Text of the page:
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American Financial Crisis Series (1)
The True Nature of the Investment Banking Crisis and Directions for the Future
‐ Towards a model involving de-leveraging and going back to basics ‐

October 22, 2008


One background factor in the crisis that became apparent with the collapse of Bear Stearns in March 2008 is a change in the business model used by investment banks. In the past, the core business of investment banks consisted of bringing together borrowers with a wide variety of fund procurement needs and investors with a wide variety of asset management needs, by means of high value-added solutions and wide-ranging networks. However, since the 1990s, changing competitive conditions and financial deregulation have led investment banks to switch to a model in which the emphasis was on earning revenue by expanding their own balance sheets.

Against the backdrop of an expanding global money supply, there being no market so large as America to serve as the final recipient of investment, the world's financial assets continued to gravitate towards the United States. The beneficiaries of this financial and asset bubble were America's investment banks. Data surveys reveal that the balance of financial assets held by investment banks has risen sharply since 1980. In 2007, against a backdrop of economic growth and asset bubbles in housing and equity, the financial assets held by investment banks reached nearly 1,000 times their 1952 level.

Against a backdrop of excess liquidity, investment banks generated high revenues through a combination of short-term fund procurement at low cost and investment in securities, etc., with high leverage. While macroeconomic conditions remained steady, this was no problem, but as economic growth slowed, the weaknesses of the investment bank business model were exposed.

The first was the potential for rapid growth of losses. Once the prices of subprime mortgage-related securitized products and other negotiable securities started to fall, a vicious circle was established whereby efforts to reduce leverage led to more assets being sold, prices fell still further and losses mushroomed. This rapid expansion of losses is typical of investment banks as opposed to commercial banks.

The second weakness was liquidity risk. The fatal flaw was that because investment banks did not have access to a stable supply of short-term funding from outside the markets, i.e. deposits, they depended on the markets for the bulk of their fund procurement.

The third weakness was undercapitalization. Taking on high leverage is equivalent to having too little equity capital. Accordingly, the investment banks' ability to withstand losses was small and as their losses mounted, they were quick to fall into insolvency.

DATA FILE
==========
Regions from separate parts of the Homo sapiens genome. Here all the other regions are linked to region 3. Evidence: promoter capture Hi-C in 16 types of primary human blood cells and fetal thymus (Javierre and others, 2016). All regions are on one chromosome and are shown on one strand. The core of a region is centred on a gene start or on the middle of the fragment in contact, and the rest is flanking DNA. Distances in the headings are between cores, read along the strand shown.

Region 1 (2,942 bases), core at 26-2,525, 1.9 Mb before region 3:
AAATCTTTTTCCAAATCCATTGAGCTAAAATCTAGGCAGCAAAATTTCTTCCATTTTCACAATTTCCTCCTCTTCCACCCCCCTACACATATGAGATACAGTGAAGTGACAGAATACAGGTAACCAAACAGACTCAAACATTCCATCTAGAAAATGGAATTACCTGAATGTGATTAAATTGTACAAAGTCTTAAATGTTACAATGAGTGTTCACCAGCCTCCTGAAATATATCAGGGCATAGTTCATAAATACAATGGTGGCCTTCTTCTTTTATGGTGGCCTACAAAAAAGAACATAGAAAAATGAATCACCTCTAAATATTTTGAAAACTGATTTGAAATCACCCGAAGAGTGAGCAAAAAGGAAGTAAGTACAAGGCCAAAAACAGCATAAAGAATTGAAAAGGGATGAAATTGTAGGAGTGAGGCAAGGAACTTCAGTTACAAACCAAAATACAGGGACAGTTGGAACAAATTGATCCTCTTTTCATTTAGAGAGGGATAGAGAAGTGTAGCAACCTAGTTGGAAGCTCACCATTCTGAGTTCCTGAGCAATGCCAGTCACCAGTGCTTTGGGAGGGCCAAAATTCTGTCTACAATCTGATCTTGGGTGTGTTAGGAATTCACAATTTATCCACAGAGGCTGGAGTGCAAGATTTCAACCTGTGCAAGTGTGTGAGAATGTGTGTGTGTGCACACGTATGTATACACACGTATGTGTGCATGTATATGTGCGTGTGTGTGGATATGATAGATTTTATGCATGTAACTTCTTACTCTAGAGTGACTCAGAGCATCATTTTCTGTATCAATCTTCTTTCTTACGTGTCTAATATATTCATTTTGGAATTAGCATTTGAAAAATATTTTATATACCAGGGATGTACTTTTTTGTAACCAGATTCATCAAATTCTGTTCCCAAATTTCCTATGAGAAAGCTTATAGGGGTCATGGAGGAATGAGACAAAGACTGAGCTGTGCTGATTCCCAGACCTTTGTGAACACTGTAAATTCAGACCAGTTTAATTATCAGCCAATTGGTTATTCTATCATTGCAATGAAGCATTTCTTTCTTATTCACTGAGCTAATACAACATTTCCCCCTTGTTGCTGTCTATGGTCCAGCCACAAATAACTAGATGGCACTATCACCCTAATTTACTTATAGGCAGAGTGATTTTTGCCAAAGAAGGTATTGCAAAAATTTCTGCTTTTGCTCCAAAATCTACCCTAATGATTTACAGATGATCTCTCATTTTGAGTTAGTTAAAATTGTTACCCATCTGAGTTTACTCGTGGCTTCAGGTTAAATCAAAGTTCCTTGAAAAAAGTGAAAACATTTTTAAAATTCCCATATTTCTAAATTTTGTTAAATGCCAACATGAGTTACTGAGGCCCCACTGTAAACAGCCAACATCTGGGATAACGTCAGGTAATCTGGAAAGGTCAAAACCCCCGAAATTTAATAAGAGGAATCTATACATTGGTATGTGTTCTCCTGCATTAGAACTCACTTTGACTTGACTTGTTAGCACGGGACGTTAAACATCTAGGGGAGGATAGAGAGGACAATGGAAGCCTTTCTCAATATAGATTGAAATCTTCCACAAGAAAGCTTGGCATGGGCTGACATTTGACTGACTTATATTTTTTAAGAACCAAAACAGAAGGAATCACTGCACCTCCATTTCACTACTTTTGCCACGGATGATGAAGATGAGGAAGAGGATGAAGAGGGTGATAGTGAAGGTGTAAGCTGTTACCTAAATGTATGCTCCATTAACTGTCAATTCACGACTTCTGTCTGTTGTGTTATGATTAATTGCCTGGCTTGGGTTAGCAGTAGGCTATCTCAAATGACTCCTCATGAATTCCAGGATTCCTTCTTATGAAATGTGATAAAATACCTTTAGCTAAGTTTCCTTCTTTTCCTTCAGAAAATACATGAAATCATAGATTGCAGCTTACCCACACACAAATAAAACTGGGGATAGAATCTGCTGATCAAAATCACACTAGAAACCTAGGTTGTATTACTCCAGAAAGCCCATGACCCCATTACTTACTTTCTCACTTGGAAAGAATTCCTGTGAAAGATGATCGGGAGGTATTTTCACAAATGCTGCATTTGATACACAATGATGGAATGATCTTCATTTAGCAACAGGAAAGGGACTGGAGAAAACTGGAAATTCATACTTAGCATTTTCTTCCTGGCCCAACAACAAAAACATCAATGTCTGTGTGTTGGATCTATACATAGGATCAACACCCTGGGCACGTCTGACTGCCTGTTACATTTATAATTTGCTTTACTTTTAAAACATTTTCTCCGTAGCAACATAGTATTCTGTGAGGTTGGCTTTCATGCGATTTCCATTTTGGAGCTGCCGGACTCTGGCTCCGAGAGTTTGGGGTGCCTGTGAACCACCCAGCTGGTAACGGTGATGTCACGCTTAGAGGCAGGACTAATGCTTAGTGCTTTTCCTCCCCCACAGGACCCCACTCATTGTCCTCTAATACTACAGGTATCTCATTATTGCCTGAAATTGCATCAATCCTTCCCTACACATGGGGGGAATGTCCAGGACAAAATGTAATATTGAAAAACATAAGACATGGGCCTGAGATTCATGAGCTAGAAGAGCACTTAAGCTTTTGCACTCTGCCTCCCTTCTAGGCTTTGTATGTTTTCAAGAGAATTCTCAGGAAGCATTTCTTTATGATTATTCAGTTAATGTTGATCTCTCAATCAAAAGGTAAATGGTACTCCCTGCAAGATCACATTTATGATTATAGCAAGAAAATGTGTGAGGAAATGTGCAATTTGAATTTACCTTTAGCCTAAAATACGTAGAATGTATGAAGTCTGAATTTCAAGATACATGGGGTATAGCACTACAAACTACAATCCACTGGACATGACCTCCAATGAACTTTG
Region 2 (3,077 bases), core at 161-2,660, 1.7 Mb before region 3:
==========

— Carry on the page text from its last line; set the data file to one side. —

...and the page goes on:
Further, the investment banks' increasing dependence on security-collateralized loans for fund procurement amplified the instability of fund procurement due to falling market prices.

The present crisis, caused by the investment banks, suggests the possibility of a fresh crisis in the financial system. In contrast to a "classic liquidity crisis", which would be caused by an outflow of deposits and difficulty in procuring funds on the markets, this is the risk of a new kind of crisis in which fire sales through de-leveraging cause the fall in the prices of assets held to accelerate, and eventually, by exacerbating the lack of liquidity, lead to solvency problems.

What does the future hold for investment banks? High leverage and complex financial products will probably vanish in the short term. It is highly likely that investment banks will focus on businesses that take advantage of their areas of expertise, such as asset management (fund management on behalf of institutional investors, rich individuals, etc., investment advice, composition and management of managed funds, etc.) and mediation in corporate mergers & acquisitions, and will work to secure revenue without over-expanding their assets. In addition to strengthening their risk management systems and making use of their outstanding expertise, they are also increasingly likely to go back to basics in their core business by focusing on business more closely related to the real economy.

For more information on the content of this report, please contact Lirong Li, the Japan Research Institute, Limited.

Tel: 81-3-3288-4338

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